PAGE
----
I’ve been trying to think of a replacement for the term “empty nester.” Which I now am, with my youngest recently off to college. I have nothing against “Empty Nest Syndrome.” It’s a catchy name for a real condition.

But people are using “empty nester” simply to describe someone whose kids are grown.
“How do you like being an empty nester?” Neighbors and friends ask me, in the same cheery way they might say, “How was your weekend?” I say that all’s well—of course, I miss Vanessa, and yes, the house does seem quiet—and incredibly neat—without any children around, etc. etc. The conversation moves on, just as it would if we were talking about the weekend, unless the other person is an empty nester, too, in which case I’ll get comforting words about how must fun empty nesting is.

OMG, it’s a verb, too!

The image of the mama bird sitting morosely in her sad egg-less nest. That’s not me.

There has to be a cooler metaphor, involving—animals. But I’ve been mentally flipping through animal lairs, and…hmm. Bear caves? Do bears actually live in caves? Rabbit burrows? Dens? “Den’s empty” definitely makes sense, and it’s even true. No teenagers are slobbing up the place. I was starting to see why “nest” was the obvious choice for whomever coined the syndrome decades ago. We all know what a nest is, and can picture it.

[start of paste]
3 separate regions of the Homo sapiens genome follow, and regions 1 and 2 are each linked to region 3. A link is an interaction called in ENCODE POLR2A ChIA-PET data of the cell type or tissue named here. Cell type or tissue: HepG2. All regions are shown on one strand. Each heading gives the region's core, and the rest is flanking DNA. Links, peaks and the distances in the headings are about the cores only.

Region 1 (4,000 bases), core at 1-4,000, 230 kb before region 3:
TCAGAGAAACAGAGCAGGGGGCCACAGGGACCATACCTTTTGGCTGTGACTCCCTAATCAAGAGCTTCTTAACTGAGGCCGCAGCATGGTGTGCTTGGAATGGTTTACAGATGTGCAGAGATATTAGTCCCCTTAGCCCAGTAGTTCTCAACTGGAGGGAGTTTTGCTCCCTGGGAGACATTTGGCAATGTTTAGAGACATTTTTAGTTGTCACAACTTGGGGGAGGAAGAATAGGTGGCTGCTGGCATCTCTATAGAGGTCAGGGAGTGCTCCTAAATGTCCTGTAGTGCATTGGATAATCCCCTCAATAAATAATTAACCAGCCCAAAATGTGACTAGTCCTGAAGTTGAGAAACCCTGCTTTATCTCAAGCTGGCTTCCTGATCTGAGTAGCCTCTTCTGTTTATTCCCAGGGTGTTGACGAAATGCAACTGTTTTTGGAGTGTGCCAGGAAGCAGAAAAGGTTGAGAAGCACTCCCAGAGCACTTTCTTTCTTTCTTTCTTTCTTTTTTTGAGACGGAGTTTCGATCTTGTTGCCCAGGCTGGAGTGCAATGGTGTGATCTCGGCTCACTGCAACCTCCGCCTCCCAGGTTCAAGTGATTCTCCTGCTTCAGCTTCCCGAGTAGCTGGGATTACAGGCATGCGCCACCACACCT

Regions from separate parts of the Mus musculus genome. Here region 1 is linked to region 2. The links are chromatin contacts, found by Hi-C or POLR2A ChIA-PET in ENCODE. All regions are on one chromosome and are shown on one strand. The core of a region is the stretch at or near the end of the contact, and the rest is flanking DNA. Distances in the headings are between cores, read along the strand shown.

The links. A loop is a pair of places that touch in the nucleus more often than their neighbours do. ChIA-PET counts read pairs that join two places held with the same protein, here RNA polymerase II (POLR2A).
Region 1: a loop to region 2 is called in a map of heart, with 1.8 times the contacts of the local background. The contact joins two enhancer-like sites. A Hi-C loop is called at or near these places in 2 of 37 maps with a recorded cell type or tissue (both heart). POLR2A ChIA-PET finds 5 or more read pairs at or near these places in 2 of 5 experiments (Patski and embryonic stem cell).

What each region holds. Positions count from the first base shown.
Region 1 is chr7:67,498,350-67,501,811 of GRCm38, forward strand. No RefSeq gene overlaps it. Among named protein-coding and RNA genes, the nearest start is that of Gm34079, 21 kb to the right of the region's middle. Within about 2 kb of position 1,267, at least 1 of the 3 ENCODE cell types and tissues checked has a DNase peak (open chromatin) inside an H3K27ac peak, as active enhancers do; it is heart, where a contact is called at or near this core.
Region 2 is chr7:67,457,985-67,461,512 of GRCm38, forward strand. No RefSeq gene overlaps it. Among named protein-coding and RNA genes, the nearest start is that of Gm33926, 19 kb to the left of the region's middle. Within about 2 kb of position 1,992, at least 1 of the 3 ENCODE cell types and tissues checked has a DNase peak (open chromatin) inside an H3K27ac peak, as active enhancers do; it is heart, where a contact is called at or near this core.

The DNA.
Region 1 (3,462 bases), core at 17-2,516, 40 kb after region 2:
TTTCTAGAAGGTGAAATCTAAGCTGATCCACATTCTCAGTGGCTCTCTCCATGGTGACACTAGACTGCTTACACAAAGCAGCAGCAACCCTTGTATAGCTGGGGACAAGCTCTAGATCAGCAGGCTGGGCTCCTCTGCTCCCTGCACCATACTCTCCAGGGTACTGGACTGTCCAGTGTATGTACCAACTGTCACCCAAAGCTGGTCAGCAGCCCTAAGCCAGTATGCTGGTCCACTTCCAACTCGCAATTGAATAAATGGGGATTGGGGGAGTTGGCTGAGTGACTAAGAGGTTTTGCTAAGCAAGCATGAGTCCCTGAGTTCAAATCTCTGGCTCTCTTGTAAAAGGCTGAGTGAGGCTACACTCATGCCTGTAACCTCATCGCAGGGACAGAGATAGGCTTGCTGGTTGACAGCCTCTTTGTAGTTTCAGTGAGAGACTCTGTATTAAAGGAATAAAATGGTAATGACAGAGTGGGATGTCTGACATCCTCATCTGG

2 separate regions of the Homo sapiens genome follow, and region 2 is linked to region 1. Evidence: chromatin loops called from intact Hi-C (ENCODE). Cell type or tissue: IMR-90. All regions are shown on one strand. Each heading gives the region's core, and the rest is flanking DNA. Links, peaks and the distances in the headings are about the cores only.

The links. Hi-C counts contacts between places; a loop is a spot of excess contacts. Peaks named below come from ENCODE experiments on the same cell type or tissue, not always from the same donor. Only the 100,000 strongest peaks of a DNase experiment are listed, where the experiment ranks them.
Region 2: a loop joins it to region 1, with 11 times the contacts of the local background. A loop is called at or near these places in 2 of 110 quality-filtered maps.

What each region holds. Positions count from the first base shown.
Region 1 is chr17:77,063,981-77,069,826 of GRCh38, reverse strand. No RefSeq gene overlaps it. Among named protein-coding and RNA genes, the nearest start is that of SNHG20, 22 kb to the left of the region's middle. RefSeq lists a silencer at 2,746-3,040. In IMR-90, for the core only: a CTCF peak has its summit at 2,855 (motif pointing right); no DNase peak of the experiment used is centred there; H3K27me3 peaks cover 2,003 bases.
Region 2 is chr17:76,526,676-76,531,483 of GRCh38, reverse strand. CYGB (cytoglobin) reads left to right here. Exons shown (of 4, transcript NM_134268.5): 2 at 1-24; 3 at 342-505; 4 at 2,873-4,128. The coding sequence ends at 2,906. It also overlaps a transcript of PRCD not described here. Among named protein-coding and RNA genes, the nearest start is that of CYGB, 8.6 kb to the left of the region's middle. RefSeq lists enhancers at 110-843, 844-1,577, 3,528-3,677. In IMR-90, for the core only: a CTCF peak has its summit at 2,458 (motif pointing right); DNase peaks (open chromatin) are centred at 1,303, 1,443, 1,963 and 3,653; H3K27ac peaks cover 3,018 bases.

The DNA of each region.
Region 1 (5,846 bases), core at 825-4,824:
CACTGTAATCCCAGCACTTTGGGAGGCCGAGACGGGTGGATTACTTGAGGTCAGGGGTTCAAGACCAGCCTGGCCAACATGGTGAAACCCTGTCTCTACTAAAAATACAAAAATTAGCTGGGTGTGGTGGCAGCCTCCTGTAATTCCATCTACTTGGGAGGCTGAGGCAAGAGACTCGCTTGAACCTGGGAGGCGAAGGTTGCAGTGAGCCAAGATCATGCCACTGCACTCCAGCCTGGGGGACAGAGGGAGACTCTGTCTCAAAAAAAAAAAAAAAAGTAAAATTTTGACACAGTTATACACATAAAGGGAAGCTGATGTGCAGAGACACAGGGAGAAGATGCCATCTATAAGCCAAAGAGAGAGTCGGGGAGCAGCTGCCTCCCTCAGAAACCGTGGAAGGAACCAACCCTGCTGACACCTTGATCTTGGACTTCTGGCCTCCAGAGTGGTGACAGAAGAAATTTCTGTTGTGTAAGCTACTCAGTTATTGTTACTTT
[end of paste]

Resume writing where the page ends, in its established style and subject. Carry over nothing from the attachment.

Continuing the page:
I thought I had an epiphany in August, when I spent four days biking through the vineyards of Chianti and Montalcino in Italy. “The grapes have been harvested,” I thought—our kids started out as grapes, and now they’re on their way to becoming a velvety wine. I’m not an empty nester, I’m a harvester.

Harvester! To the question “How are the kids?” I’d say, “They been harvested.” People could ask, “So how did the harvest go?” And I could say, “Good. It’s all done.”

Back in New York, amid the concrete and asphalt, it all sounded a bit out of keeping. A bit too …agricultural. My sister liked it, but her kids are in middle school—what does she know?